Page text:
The Cold War Deepens. Photo of one of the checkpoints in Berlin, preventing East Berliners from escaping into the West. 14.2. What is this political cartoon suggesting about the Soviet Union? Who is the short chubby guy?.
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Photo of one of the checkpoints in Berlin, preventing East Berliners from escaping into the West.
Chubby guy is the last Soviet leader, Gorbachev. Cartoon shows him dictating “plans for a new world to the East German (communist) leader, while a guy leaning over from the west shouts, “Don’t fence me in”.
Again, the chess metaphor: Germany was just a piece on the Cold War chessboard. The US and Soviets were the two super-powers playing the game.
Said to advisors, “We are going to stay- period.”
Took advantage of air corridors and started an airlift of needed supplies
Above: map showing two Germanys; below, loading milk onto transport planes during airlift
Capture of map showing two Germanys from clip on the Berlin airlift
Cartoon shows US, Britain and France, plus smaller allies, trapped in a barbed wire pen. Stalin is screaming “encirclement” at them, though they are the ones encircled. For our part, Uncle Sam is goading Stalin from inside the pen: “Warmongers!”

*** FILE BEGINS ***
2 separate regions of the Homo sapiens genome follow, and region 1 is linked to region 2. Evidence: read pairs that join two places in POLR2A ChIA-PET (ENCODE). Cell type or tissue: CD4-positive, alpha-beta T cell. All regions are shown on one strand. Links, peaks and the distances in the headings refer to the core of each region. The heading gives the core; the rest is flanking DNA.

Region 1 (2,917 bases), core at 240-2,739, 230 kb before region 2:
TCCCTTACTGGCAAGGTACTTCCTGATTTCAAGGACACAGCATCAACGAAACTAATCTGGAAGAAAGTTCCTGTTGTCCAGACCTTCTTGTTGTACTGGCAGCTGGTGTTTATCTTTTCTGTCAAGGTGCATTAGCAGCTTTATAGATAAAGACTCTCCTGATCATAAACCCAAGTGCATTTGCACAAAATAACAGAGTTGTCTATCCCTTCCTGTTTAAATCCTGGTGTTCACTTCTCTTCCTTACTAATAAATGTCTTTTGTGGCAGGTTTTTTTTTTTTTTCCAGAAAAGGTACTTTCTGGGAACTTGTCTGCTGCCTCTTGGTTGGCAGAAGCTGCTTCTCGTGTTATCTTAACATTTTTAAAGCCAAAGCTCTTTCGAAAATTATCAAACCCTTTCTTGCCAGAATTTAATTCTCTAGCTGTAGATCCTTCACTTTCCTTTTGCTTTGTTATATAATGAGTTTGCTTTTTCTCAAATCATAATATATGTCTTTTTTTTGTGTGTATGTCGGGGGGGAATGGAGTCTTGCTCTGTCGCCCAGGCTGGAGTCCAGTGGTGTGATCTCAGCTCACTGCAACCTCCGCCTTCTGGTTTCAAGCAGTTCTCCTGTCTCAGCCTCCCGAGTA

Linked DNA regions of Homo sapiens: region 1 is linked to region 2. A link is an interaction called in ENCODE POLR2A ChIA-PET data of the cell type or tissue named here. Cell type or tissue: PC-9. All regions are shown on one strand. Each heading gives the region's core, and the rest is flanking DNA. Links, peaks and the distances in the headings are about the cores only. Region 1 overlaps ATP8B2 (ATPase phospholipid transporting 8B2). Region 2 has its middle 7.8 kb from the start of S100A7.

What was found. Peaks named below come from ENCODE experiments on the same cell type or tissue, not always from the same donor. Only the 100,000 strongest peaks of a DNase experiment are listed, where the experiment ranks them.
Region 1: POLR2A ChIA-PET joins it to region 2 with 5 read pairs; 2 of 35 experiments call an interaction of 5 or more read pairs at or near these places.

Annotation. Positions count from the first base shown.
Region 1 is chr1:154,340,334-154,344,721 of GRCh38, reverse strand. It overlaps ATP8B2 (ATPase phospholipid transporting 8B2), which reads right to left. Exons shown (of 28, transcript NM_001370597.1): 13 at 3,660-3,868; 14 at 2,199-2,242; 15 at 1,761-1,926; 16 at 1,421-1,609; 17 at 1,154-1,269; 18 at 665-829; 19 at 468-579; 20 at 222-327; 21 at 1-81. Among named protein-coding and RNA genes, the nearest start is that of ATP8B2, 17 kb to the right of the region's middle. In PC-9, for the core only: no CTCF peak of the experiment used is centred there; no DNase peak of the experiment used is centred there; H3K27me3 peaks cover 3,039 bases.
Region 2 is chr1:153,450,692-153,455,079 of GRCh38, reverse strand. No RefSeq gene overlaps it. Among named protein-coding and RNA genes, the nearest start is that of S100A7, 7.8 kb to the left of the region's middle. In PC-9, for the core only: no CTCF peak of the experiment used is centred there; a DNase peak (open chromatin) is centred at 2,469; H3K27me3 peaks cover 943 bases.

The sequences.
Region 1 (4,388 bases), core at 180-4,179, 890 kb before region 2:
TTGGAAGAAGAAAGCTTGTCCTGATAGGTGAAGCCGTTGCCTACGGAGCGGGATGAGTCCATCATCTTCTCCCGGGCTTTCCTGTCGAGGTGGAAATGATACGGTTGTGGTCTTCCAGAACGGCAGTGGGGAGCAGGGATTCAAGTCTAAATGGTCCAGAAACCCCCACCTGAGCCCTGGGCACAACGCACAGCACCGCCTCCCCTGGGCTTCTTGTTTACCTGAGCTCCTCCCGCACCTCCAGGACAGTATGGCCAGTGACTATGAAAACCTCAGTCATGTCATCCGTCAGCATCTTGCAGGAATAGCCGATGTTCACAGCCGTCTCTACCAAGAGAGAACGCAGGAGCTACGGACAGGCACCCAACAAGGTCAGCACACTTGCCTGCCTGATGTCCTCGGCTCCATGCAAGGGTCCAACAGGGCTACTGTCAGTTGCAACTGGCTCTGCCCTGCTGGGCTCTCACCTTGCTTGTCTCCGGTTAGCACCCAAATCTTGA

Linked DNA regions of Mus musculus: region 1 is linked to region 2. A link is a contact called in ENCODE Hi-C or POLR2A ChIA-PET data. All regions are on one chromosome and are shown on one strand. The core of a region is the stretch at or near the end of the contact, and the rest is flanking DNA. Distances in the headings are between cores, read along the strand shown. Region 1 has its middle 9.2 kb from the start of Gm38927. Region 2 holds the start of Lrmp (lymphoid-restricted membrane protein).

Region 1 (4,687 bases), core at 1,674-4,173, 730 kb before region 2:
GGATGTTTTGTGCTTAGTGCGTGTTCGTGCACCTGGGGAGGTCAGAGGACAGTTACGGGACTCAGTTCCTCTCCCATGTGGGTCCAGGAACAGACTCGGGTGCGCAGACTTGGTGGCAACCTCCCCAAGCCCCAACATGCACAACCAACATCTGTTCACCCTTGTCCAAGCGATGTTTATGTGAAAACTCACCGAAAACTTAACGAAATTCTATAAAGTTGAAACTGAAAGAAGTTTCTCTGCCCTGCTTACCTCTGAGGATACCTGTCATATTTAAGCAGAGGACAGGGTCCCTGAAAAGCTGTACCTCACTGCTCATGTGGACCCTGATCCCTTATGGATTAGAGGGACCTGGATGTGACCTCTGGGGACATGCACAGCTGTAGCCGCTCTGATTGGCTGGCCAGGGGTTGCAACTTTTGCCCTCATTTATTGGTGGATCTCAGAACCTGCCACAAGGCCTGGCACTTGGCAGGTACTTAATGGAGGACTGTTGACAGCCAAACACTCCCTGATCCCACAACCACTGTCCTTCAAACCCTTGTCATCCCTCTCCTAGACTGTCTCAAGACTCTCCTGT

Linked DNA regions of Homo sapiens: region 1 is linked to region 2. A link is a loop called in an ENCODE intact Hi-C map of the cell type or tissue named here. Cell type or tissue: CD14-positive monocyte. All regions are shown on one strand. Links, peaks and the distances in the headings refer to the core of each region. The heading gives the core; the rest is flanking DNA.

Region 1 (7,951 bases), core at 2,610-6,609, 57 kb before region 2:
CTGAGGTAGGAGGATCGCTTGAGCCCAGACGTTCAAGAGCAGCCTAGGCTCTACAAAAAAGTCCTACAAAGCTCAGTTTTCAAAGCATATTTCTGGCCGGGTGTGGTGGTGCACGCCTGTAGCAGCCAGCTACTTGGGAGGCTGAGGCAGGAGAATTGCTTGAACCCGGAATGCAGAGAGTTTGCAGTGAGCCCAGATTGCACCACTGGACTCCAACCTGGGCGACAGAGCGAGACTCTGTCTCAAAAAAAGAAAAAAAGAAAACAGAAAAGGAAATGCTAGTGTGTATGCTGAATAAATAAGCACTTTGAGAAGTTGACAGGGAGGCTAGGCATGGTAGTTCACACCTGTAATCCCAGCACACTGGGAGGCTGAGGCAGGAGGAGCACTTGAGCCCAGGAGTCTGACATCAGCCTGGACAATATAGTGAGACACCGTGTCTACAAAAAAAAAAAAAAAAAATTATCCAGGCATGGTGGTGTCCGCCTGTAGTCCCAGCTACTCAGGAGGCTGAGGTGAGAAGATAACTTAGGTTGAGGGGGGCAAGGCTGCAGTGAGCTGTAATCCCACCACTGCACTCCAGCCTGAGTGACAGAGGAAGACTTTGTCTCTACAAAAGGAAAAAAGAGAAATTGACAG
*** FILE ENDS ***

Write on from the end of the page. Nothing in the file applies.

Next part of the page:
Clearest map of Europe from 1950s through 1980s
Capture from start of Marshall Plan clip, showing US flag with thirteen stars
Above: map showing Chinese civil war; below: Mao Zedong
Capture from start of clip on Red China, with soldiers and a lot of red
Above: map of Korea; below, invading N. Koreans
Photo of Gen. MacArthur with trademark shades (rare in those days)
Above: repeat of MacArthur wearing shades; below, Truman meets MacArthur
Video capture of a battle in Korea
Above: map of divided Korea; below, aerial photo of nuclear test
Left: map of Korea showing its close proximity to Japan; right, Panmunjom
Satellite map, incredibly graphic, showing urban lights (sign of wealth and progress) visible from space. The South is lit up like an Xmas tree; by contrast, the only visible light from the North is from its capital of Pyongyang.